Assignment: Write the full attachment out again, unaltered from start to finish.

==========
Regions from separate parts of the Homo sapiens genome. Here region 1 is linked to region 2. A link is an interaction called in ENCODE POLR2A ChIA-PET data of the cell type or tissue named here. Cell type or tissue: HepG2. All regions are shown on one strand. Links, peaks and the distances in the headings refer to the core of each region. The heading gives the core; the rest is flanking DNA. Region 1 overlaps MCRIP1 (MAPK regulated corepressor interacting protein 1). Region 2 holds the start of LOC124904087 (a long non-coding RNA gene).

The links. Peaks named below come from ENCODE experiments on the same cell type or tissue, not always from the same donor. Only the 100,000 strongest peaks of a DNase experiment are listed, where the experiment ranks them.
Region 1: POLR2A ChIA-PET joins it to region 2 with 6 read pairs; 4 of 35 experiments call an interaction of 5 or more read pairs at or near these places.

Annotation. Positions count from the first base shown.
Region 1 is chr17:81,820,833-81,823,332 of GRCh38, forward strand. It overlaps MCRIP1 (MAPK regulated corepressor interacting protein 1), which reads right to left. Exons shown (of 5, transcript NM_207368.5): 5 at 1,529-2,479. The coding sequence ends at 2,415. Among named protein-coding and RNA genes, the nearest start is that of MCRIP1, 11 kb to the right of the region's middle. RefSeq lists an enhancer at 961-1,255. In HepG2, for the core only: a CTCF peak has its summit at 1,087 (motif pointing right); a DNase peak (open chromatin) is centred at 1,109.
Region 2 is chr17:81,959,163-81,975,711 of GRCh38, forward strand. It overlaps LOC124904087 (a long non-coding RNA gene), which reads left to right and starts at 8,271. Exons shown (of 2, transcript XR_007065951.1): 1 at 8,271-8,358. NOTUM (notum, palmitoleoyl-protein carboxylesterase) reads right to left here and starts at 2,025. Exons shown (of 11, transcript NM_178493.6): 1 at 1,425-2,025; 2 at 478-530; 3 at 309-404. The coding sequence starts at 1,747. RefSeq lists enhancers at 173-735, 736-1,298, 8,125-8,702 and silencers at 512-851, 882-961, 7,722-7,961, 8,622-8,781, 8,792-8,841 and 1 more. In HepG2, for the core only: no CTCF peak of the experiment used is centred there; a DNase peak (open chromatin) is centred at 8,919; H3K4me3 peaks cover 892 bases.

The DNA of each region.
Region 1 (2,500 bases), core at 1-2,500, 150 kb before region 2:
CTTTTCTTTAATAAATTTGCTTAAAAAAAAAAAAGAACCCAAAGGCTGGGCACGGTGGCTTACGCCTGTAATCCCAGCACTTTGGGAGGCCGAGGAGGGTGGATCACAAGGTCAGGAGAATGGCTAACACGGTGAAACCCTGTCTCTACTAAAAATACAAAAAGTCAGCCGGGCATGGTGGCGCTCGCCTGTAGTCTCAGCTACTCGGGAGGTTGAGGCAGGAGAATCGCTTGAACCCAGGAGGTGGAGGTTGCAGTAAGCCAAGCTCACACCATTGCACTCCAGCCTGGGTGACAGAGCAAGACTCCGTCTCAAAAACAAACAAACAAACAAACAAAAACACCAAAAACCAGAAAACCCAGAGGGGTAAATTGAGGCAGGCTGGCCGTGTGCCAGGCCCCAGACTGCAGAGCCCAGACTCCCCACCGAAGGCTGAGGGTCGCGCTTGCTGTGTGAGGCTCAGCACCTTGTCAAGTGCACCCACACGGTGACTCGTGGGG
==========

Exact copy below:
Regions from separate parts of the Homo sapiens genome. Here region 1 is linked to region 2. A link is an interaction called in ENCODE POLR2A ChIA-PET data of the cell type or tissue named here. Cell type or tissue: HepG2. All regions are shown on one strand. Links, peaks and the distances in the headings refer to the core of each region. The heading gives the core; the rest is flanking DNA. Region 1 overlaps MCRIP1 (MAPK regulated corepressor interacting protein 1). Region 2 holds the start of LOC124904087 (a long non-coding RNA gene).

The links. Peaks named below come from ENCODE experiments on the same cell type or tissue, not always from the same donor. Only the 100,000 strongest peaks of a DNase experiment are listed, where the experiment ranks them.
Region 1: POLR2A ChIA-PET joins it to region 2 with 6 read pairs; 4 of 35 experiments call an interaction of 5 or more read pairs at or near these places.

Annotation. Positions count from the first base shown.
Region 1 is chr17:81,820,833-81,823,332 of GRCh38, forward strand. It overlaps MCRIP1 (MAPK regulated corepressor interacting protein 1), which reads right to left. Exons shown (of 5, transcript NM_207368.5): 5 at 1,529-2,479. The coding sequence ends at 2,415. Among named protein-coding and RNA genes, the nearest start is that of MCRIP1, 11 kb to the right of the region's middle. RefSeq lists an enhancer at 961-1,255. In HepG2, for the core only: a CTCF peak has its summit at 1,087 (motif pointing right); a DNase peak (open chromatin) is centred at 1,109.
Region 2 is chr17:81,959,163-81,975,711 of GRCh38, forward strand. It overlaps LOC124904087 (a long non-coding RNA gene), which reads left to right and starts at 8,271. Exons shown (of 2, transcript XR_007065951.1): 1 at 8,271-8,358. NOTUM (notum, palmitoleoyl-protein carboxylesterase) reads right to left here and starts at 2,025. Exons shown (of 11, transcript NM_178493.6): 1 at 1,425-2,025; 2 at 478-530; 3 at 309-404. The coding sequence starts at 1,747. RefSeq lists enhancers at 173-735, 736-1,298, 8,125-8,702 and silencers at 512-851, 882-961, 7,722-7,961, 8,622-8,781, 8,792-8,841 and 1 more. In HepG2, for the core only: no CTCF peak of the experiment used is centred there; a DNase peak (open chromatin) is centred at 8,919; H3K4me3 peaks cover 892 bases.

The DNA of each region.
Region 1 (2,500 bases), core at 1-2,500, 150 kb before region 2:
CTTTTCTTTAATAAATTTGCTTAAAAAAAAAAAAGAACCCAAAGGCTGGGCACGGTGGCTTACGCCTGTAATCCCAGCACTTTGGGAGGCCGAGGAGGGTGGATCACAAGGTCAGGAGAATGGCTAACACGGTGAAACCCTGTCTCTACTAAAAATACAAAAAGTCAGCCGGGCATGGTGGCGCTCGCCTGTAGTCTCAGCTACTCGGGAGGTTGAGGCAGGAGAATCGCTTGAACCCAGGAGGTGGAGGTTGCAGTAAGCCAAGCTCACACCATTGCACTCCAGCCTGGGTGACAGAGCAAGACTCCGTCTCAAAAACAAACAAACAAACAAACAAAAACACCAAAAACCAGAAAACCCAGAGGGGTAAATTGAGGCAGGCTGGCCGTGTGCCAGGCCCCAGACTGCAGAGCCCAGACTCCCCACCGAAGGCTGAGGGTCGCGCTTGCTGTGTGAGGCTCAGCACCTTGTCAAGTGCACCCACACGGTGACTCGTGGGG